Jordan Lake, Bald Eagle nest report: H&G nest. I watched as Mom Godiva flew past me with some kind of bird in her talons. She had just gotten past me when I realized there was another eagle trailing her. By time I caught up with the other eagle it had started to land in the nest – almost on top of Godiva. It was one of the fledglings from this year‘s hatching at H&G nest. Mom Godiva was not going to have anything at all to do with the offspring. As you can see she promptly threatened it and said no way are you sharing this bird. The fledgling bailed out. Most parent eagles have finished any supplemental feeding of their offspring by about September. This youngster tried for food and it didn’t work. Please remember, nature is never cruel but she is harsh.
Here is a prime example of my father‘s favorite kind of temperature gauge. I photographed this red shouldered hawk yesterday morning when the wind chill factor was 35°F. Even if I had been sitting in my warm truck, I could have glanced over at this hawk and known that because he is almost as big around as he is tall … the air is cold. He has all of his feathers fluffed up as a nice warm blanket. Also note that he’s got his body lowered so that his feather blanket is mostly covering his feet … just like our warm winter slippers would do.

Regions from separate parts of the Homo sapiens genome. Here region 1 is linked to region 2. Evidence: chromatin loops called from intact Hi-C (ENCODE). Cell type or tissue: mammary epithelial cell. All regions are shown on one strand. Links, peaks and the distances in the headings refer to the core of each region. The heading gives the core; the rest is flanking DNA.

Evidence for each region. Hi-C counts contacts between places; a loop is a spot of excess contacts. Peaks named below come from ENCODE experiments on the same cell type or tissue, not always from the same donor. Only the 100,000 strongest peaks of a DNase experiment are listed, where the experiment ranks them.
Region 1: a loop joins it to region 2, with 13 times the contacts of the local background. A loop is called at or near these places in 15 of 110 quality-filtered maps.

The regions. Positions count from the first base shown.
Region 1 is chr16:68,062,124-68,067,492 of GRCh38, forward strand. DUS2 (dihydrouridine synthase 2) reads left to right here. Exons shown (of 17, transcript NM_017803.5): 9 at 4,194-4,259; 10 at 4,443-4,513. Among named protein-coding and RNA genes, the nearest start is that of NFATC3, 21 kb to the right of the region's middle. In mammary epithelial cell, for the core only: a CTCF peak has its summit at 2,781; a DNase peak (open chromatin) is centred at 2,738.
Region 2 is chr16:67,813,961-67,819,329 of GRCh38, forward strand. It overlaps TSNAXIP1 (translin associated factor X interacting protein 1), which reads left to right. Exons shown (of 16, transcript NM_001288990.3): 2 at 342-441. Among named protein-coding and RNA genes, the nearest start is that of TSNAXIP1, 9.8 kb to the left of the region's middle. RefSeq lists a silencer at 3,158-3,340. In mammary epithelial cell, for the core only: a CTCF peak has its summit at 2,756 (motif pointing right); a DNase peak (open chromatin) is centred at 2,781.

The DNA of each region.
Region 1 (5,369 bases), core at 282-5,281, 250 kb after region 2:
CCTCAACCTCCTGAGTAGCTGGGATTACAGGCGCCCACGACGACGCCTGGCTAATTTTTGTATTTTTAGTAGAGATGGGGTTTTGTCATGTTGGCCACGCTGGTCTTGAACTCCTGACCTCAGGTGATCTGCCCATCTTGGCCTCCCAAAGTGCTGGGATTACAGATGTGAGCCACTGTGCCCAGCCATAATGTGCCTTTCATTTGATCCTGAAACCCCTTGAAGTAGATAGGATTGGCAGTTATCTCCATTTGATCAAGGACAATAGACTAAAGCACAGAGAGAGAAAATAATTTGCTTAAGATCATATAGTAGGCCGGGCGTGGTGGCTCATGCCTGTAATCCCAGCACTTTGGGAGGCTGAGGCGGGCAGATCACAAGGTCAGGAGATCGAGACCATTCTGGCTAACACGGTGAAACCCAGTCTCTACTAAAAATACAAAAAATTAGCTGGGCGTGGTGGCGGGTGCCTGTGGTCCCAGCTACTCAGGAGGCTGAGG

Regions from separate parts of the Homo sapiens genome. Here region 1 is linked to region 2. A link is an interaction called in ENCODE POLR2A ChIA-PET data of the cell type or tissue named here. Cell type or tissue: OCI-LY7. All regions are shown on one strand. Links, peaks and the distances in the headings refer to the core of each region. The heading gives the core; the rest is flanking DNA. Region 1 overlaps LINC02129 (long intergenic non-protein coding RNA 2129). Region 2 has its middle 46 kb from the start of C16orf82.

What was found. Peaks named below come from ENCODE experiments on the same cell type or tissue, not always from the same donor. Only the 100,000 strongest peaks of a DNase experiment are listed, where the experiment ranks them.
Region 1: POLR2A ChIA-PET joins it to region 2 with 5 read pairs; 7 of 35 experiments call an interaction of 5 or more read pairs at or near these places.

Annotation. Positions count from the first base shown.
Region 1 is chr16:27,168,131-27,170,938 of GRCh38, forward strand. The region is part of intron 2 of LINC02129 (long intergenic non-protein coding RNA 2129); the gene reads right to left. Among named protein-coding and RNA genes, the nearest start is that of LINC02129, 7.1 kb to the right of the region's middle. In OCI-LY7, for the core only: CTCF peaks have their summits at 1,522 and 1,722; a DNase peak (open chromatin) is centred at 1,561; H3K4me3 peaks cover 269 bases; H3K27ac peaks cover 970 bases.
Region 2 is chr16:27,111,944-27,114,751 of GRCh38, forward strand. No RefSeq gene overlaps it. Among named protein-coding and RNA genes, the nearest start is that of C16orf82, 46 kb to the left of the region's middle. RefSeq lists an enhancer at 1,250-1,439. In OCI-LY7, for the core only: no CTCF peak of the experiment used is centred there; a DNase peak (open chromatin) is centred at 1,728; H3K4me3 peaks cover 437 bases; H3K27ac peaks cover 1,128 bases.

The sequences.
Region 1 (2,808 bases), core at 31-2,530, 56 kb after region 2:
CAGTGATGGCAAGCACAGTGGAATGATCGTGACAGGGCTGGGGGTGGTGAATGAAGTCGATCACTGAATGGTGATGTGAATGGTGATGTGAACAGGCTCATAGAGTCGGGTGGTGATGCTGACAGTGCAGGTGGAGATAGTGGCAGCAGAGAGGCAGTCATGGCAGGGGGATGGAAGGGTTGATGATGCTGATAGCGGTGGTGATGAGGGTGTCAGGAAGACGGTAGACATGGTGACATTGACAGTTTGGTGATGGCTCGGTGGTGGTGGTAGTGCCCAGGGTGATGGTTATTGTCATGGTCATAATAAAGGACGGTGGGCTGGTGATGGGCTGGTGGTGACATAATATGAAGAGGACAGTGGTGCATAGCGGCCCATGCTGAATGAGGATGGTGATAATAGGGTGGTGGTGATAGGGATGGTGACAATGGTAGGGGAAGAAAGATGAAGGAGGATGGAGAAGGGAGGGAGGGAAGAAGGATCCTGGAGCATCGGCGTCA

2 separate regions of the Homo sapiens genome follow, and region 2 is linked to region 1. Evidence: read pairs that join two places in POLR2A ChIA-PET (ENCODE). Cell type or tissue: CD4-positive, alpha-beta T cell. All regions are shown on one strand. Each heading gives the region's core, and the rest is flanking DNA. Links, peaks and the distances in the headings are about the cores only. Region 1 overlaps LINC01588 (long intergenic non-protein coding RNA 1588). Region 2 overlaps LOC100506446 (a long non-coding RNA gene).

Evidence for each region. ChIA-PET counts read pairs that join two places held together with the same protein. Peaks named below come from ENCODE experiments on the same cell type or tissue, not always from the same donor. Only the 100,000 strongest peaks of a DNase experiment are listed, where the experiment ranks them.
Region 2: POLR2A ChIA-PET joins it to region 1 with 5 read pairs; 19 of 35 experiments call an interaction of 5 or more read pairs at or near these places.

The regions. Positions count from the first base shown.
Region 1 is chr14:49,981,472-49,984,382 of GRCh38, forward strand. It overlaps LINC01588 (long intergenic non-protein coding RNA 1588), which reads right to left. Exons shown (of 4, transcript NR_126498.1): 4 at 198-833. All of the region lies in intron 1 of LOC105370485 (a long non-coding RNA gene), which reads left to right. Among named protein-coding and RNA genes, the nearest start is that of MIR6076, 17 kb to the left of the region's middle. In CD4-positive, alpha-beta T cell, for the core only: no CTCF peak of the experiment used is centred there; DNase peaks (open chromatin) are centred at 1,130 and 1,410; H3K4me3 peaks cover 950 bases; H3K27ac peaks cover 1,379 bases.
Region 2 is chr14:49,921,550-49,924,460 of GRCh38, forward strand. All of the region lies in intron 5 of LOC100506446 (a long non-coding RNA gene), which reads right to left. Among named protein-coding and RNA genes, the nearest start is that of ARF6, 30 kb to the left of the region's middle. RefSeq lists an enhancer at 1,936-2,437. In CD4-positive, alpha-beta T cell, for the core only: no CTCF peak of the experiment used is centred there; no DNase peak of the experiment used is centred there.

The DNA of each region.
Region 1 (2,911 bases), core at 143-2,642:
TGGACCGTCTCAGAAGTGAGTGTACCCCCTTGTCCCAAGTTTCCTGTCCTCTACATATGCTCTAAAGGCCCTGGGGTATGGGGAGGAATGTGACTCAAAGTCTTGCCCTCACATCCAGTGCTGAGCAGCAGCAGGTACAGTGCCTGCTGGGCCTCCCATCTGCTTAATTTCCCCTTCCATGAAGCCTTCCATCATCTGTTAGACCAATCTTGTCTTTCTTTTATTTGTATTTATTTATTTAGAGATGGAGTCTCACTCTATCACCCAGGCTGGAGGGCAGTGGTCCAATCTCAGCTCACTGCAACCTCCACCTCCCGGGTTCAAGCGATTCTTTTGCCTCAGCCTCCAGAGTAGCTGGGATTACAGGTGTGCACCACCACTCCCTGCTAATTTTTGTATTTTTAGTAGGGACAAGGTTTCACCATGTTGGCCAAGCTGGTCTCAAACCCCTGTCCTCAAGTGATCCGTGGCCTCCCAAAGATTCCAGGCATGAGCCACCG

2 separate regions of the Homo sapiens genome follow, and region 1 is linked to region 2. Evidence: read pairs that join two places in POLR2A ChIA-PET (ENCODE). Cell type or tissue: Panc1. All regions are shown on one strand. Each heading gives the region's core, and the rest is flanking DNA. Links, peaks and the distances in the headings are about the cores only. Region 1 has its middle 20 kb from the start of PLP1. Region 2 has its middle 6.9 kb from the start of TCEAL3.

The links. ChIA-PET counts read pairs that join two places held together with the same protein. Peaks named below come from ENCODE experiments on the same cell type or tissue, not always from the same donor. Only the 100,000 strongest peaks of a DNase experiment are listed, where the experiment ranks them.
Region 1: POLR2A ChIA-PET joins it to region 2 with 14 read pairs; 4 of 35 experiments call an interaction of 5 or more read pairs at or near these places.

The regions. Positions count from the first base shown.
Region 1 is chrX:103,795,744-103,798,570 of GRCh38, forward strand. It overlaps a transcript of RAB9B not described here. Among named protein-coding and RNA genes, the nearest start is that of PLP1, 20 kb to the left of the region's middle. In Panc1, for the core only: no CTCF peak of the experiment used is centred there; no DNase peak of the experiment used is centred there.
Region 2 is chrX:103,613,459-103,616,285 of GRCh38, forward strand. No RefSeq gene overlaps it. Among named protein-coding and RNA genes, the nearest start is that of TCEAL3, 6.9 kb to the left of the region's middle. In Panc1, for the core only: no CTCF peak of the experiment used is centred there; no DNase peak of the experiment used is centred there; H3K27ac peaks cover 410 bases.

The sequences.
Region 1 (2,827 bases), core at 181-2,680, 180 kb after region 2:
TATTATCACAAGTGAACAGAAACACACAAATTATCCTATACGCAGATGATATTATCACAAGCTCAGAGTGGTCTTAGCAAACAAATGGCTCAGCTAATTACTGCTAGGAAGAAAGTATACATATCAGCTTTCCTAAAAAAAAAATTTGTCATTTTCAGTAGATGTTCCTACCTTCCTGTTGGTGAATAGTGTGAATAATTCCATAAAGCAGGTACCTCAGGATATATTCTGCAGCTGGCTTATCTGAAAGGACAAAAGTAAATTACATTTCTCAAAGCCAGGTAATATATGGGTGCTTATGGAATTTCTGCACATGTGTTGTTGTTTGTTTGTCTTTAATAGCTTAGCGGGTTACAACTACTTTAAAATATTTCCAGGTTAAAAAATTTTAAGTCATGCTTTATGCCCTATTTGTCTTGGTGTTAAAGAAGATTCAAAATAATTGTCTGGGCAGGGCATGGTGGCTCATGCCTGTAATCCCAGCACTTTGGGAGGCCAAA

Jordan Lake: Pied-billed grebes are a winter visitor here. They come down and spend the colder months with us. What I find really neat about the pied-billed grebe is, that like all grebes, it has feet where each toe has a lobe surrounding it. These lobes make the foot look like a tree leaf as you can see here in this photo. This makes the little grebe a very fast underwater swimmer as it dashes about catching fish and crustaceans for its food. I always smile when I see these grebes because they sure look like they are shyly smiling at the world.
Jordan Lake: Kate and Petruchio, like all bald eagle mated couples, go through the rituals of courtship every year as a way to affirm their relationship. Here you can see Petruchio (closest to you) and next to him is Kate. They are talking loudly to each other… bald eagles love to chatter! Also note that Kate (as is true of all bald eagle females) is much larger than Petruchio. This is the beginning of this year‘s courtship. I surely hope that I can catch more of the sequence to share, but, only time will tell us that…
Jordan Lake: I always enjoy the plumage and beak patterns on the 4-year-old bald eagles! Also take a moment and note the uneven trailing edge of both wings – this youngster has started its molt that will end with the brilliant white head and tail and also the solid yellow beak of a 5-year-old adult.